"If you look at the course of a hockey game, there are jobs that a player is called upon to perform and some of them aren't glamorous," Burke said at the summer orientation camp. "You know, winning a key faceoff in your own end, killing a penalty or blocking a shot at a key time. These are things that we are going to need to be successful.
"My assessment hasn't changed. We can't take the 23 best players. We have to take the 23 players that can perform specific tasks at high levels -- even if that is a grunt task or a blue-collar task."
As the American GM for this exercise, I agree wholeheartedly with Burke. The United States simply can't field an All-Star team that can compete with the Russians or the Canadians in a short tournament. If the Americans are to be successful, it will have to be with a hard-working, team-first approach.
And that is the team that I believe I have built, a team that features a fair dose of offensive skill, but one that also will be above average in other aspects of the game.
I also have taken Burke at his word that players not at the Olympic orientation camp will be able to play their way onto the team. In fact, I have three players from outside the summer pool of 34 on the American team as we sit three months away from the start of the Olympics.
Tim Thomas, Boston -- The reigning Vezina Trophy winner entered the season as the favorite to claim the No. 1 job for the Americans, but his grasp on that position is slipping with his early-season troubles.
Ryan Miller, Buffalo -- Perhaps fueled by his Olympic snub four years ago, Miller is making a strong case to be the No. 1 after his red-hot month of October.
Craig Anderson, Colorado -- Yes, Jonathan Quick was the third goalie invited to orientation camp, but Anderson has been better this fall -- by a long shot. His save percentage in the past four seasons is better than .925 -- that's hard to beat. And at 28, he still is young enough to be a viable understudy.
Brian Rafalski, Detroit -- Rafalski brings experience, a champion's mentality and power-play acumen to the table. That's a pretty in-demand trifecta of talents for any team. He's a lock.
Paul Martin, New Jersey -- A busted forearm was not in Martin's plans as he prepared for the Olympics, but he should be back by mid-December and the injury should have little effect on his game, which is predicated on his skating ability and positioning.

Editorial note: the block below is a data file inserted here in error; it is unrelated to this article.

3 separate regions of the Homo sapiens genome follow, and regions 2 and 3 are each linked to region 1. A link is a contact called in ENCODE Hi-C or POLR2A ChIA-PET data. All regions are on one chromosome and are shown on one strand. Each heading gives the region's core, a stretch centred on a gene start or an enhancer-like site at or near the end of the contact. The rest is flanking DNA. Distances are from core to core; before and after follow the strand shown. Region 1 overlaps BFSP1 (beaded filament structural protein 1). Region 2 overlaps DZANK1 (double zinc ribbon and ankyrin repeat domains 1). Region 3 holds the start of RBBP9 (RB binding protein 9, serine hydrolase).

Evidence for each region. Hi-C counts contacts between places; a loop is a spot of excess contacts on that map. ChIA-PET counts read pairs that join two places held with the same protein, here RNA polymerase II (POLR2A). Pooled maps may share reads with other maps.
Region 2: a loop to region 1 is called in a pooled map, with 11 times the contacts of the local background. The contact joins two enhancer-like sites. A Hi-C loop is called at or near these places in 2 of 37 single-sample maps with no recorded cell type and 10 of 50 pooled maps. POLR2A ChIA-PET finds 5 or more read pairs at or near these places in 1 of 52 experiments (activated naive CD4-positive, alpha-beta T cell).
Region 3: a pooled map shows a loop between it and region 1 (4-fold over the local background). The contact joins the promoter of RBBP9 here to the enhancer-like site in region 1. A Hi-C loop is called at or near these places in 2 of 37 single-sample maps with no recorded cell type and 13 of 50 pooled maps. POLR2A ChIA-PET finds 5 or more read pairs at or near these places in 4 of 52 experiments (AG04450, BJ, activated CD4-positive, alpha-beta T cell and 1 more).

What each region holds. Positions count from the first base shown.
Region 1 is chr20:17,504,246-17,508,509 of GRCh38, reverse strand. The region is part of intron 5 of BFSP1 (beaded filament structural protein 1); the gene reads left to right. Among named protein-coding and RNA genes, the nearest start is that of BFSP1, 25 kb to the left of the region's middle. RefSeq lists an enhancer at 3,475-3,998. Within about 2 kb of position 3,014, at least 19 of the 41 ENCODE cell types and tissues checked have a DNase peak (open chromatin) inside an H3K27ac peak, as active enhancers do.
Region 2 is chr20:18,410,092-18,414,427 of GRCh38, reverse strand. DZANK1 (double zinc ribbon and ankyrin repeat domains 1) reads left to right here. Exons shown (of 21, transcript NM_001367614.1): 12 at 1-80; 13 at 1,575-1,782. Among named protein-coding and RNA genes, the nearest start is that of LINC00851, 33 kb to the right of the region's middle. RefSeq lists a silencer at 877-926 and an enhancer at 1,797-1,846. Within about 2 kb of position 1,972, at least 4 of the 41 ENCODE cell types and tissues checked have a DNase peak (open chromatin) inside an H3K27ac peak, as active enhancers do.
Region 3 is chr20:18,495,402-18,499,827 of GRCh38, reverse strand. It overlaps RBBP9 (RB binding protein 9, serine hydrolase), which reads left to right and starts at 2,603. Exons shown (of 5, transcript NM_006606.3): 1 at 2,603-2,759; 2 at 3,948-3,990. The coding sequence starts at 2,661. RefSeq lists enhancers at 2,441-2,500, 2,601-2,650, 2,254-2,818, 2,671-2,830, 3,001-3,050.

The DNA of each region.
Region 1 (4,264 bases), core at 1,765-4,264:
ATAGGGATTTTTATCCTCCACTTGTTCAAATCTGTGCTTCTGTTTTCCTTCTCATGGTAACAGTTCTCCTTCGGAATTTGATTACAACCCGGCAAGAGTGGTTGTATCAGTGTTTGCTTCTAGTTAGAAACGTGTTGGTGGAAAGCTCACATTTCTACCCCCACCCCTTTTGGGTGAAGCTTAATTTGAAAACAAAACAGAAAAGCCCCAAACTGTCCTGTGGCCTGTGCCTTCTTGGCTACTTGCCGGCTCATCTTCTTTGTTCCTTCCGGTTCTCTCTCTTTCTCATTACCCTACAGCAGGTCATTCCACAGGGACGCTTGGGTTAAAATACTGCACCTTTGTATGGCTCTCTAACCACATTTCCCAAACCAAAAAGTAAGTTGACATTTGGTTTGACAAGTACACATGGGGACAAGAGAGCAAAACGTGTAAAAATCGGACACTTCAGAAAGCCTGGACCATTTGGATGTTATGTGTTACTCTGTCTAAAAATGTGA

Erik Johnson, St. Louis -- Apparently he has shaken off any rust from last season's catastrophic knee injury and once again is a dominant player for the Blues. But can he do enough to make this team? He'll have to be better in certain areas as his power-play chops aren't in demand on a roster loaded with potential man-advantage quarterbacks.
Jack Johnson, Los Angeles -- This youngster can do everything a defenseman needs to do. He hits, he's not afraid to tee it up from the point, he kills penalties, works the power play and logs copious amounts of ice time. There'll be no problem fitting him into the rotation.
Ryan Suter, Nashville -- Forget the Olympic pedigree -- his father and uncle wore the American sweater in Olympic competition -- Suter is among the most-solid all-round young defensemen in the game.
Ryan Whitney, Anaheim -- No defenseman on the American team sees more ice time than Whitney, who is playing more than 26 minutes a game and has developed into one of the Ducks' primary penalty killers, although that unit has struggled so far this season.
Chris Drury, New York Rangers -- A proven winner at every level, Drury will be an integral part of this team. He has struggled offensively this season, but does too much well to be excluded. He may be the perfect third-line center in this tournament if he is able to shake off his latest concussion.
Patrick Kane, Chicago -- One of the most dynamic offensive players in the game today. If he is not the top-line right wing, it will be a shocker.